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Civil engineering prof shares earthquake tech at Science Café

Alexis Eichelberger | Mar 26, 2018
Ken Walsh

Civil engineering prof shares earthquake tech at Science Café

Alexis Eichelberger | Mar 26, 2018

An Ohio University civil engineering professor enlisted the help of four scale models, several photos and graphs, and three audience volunteers to shake up his Science Café lecture Wednesday evening.

Associate Professor Ken Walsh’s presentation, “Preparing for the Big One: Protecting Critical Infrastructure,” showed attendees who gathered at the Front Room campus coffeehouse how structural engineers protect buildings, bridges and other structures from damage and collapse caused by earthquakes.

The last major earthquake to rock the United States, Walsh explained, happened in 1994 near Los Angeles, California. One of the costliest natural disasters to ever hit the U.S., it caused billions of dollars in damage and nearly 60 fatalities.

Walsh said that because our country’s last major quake was more than 20 years ago, we might be overdue for another.

“We can have another large earthquake at any time,” he said.

That’s where structural engineers come in. Researchers like Walsh work to develop seismic protective systems, which are designed to limit damage caused by the acceleration of movement that results from earthquakes and the deformation of the structures themselves.

Walsh gave a firsthand look at current and proposed seismic protective mechanisms. Demonstrating how a lateral bracing system may be used to strengthen buildings, he explained that it’s still not enough to stop both deformation and acceleration. To truly limit earthquake damage, a structure also needs energy dissipation devices such as a fluid viscous damper, which is commonly used on bridges and multi-story buildings. New developments include the resettable stiffness damper, which his team is working to improve by simplifying its working process to prevent technical failures. They’re replacing the electrical components with a simple mechanism that doesn’t compromise the damper’s energy dissipation capacity -- without a power requirement to operate, the improved damper will be more reliable during an earthquake. Walsh demonstrated the technology with a model of the device, noting that they’re ready to scale the work up to a full-sized system and continue testing.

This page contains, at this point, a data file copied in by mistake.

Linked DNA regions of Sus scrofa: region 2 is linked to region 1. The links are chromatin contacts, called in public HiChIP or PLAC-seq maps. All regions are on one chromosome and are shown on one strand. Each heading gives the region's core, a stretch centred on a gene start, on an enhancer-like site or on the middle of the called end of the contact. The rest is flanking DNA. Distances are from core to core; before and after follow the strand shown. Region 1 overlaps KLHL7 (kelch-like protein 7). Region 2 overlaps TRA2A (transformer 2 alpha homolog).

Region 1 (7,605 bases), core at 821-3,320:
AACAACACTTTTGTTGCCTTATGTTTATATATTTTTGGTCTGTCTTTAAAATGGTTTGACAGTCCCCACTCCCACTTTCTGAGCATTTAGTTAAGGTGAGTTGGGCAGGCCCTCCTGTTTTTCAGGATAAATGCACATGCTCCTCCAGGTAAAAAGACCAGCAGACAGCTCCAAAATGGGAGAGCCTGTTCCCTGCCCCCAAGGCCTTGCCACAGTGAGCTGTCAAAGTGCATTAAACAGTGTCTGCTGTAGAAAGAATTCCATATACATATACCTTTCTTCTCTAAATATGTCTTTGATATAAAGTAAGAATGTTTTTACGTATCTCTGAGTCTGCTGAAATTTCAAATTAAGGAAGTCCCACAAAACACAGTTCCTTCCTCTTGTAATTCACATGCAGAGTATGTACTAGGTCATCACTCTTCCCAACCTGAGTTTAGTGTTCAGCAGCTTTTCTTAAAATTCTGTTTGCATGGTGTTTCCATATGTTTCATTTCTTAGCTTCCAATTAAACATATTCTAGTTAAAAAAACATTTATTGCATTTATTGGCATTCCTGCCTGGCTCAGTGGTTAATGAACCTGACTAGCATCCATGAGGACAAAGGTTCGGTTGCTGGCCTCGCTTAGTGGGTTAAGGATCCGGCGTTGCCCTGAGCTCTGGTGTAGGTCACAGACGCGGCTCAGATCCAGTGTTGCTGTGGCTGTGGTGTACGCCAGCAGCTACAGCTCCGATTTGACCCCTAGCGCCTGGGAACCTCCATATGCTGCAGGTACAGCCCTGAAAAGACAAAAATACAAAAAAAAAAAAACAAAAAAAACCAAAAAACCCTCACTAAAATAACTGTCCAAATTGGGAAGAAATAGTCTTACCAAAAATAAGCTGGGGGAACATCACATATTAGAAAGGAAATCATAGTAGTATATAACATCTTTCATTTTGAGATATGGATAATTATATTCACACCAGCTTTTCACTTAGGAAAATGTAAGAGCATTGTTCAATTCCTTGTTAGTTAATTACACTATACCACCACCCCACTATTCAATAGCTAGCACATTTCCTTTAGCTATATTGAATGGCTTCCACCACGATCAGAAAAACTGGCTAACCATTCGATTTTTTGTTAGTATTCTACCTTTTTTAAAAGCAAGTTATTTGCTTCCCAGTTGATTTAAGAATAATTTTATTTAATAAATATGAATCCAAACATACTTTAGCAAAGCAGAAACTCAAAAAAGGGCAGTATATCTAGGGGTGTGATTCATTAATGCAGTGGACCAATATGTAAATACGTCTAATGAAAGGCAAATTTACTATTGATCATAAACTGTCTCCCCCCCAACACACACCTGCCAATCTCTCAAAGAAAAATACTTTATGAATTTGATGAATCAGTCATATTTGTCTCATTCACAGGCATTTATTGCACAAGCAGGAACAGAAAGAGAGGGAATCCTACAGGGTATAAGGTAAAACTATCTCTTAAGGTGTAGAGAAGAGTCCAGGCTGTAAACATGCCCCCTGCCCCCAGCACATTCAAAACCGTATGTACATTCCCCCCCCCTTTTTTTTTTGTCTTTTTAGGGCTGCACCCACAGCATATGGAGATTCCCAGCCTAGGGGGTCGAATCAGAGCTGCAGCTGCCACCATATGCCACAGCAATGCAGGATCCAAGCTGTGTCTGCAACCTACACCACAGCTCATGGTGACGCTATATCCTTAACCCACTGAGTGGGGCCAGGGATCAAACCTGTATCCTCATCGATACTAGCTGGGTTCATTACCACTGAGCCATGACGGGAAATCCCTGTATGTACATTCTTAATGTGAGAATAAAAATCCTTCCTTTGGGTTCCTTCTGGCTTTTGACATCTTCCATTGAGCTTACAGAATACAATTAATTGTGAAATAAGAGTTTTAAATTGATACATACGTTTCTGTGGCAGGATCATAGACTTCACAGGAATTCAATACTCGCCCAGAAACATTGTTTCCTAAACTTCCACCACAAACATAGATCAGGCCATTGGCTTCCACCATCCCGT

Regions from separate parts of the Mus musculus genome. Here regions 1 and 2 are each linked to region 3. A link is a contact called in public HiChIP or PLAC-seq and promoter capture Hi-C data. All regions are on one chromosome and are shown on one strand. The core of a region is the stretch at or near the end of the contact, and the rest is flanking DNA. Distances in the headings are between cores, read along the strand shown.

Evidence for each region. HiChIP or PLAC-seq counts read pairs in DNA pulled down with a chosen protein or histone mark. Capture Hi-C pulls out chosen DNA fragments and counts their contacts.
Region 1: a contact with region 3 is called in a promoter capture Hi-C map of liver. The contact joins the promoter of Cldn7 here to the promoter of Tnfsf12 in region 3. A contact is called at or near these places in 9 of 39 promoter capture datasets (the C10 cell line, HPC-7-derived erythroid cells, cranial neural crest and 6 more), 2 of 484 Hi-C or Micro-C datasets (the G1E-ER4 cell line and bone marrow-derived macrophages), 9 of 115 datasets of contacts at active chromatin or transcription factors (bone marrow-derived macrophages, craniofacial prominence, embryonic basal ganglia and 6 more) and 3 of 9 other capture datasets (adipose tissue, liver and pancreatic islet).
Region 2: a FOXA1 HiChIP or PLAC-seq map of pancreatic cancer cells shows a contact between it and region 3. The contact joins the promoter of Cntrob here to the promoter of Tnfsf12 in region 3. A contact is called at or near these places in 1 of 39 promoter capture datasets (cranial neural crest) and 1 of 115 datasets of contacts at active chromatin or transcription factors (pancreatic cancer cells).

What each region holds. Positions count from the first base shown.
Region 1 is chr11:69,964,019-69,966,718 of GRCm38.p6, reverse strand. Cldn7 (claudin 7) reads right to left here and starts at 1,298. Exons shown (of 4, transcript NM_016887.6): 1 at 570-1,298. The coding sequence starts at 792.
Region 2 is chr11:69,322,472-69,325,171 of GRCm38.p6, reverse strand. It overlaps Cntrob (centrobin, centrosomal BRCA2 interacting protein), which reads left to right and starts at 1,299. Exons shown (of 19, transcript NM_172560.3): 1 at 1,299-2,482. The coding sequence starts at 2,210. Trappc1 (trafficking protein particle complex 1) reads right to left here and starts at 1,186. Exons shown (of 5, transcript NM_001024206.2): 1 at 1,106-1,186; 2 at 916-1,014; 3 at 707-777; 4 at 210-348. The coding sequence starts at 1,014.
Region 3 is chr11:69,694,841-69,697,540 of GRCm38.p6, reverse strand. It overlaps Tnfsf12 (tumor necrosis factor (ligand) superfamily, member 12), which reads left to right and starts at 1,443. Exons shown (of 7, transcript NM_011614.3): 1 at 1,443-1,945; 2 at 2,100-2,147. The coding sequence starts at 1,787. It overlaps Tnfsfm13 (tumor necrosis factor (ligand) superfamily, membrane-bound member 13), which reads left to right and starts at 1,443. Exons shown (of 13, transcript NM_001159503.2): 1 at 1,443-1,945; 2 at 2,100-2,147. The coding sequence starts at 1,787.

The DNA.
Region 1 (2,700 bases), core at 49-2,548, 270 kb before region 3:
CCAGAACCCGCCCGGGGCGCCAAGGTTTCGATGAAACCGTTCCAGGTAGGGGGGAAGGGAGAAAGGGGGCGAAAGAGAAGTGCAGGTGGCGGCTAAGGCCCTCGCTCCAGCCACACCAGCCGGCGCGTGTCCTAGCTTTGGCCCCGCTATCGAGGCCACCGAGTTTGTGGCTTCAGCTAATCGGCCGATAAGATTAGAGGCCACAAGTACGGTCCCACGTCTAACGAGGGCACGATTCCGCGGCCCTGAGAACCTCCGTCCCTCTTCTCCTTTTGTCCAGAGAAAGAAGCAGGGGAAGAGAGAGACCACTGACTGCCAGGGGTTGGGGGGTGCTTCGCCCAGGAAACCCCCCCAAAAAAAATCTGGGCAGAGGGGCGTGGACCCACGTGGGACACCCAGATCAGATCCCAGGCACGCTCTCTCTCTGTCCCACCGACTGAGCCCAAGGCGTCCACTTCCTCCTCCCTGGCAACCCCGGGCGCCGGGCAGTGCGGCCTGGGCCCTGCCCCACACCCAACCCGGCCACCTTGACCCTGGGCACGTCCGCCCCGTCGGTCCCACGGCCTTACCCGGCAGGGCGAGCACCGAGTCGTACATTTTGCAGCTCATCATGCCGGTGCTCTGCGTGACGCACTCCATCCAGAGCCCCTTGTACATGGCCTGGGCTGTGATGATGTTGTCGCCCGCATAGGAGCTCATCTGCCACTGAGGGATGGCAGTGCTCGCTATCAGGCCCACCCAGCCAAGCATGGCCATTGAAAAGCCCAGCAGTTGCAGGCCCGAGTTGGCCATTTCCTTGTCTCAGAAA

Grace Sallar, a civil engineering Ph.D. candidate, worked on Walsh’s team and assisted him during the demo. She said it has been indescribable to see her work come to life and move into further stages of development, bringing it another step closer to being used on real structures.

“I can’t express how I feel,” she said.  “It makes me really proud of all the work we’re doing, because we’re trying to make a difference in the world,” she said. “Getting people to understand what we did in the simplest forms is amazing.”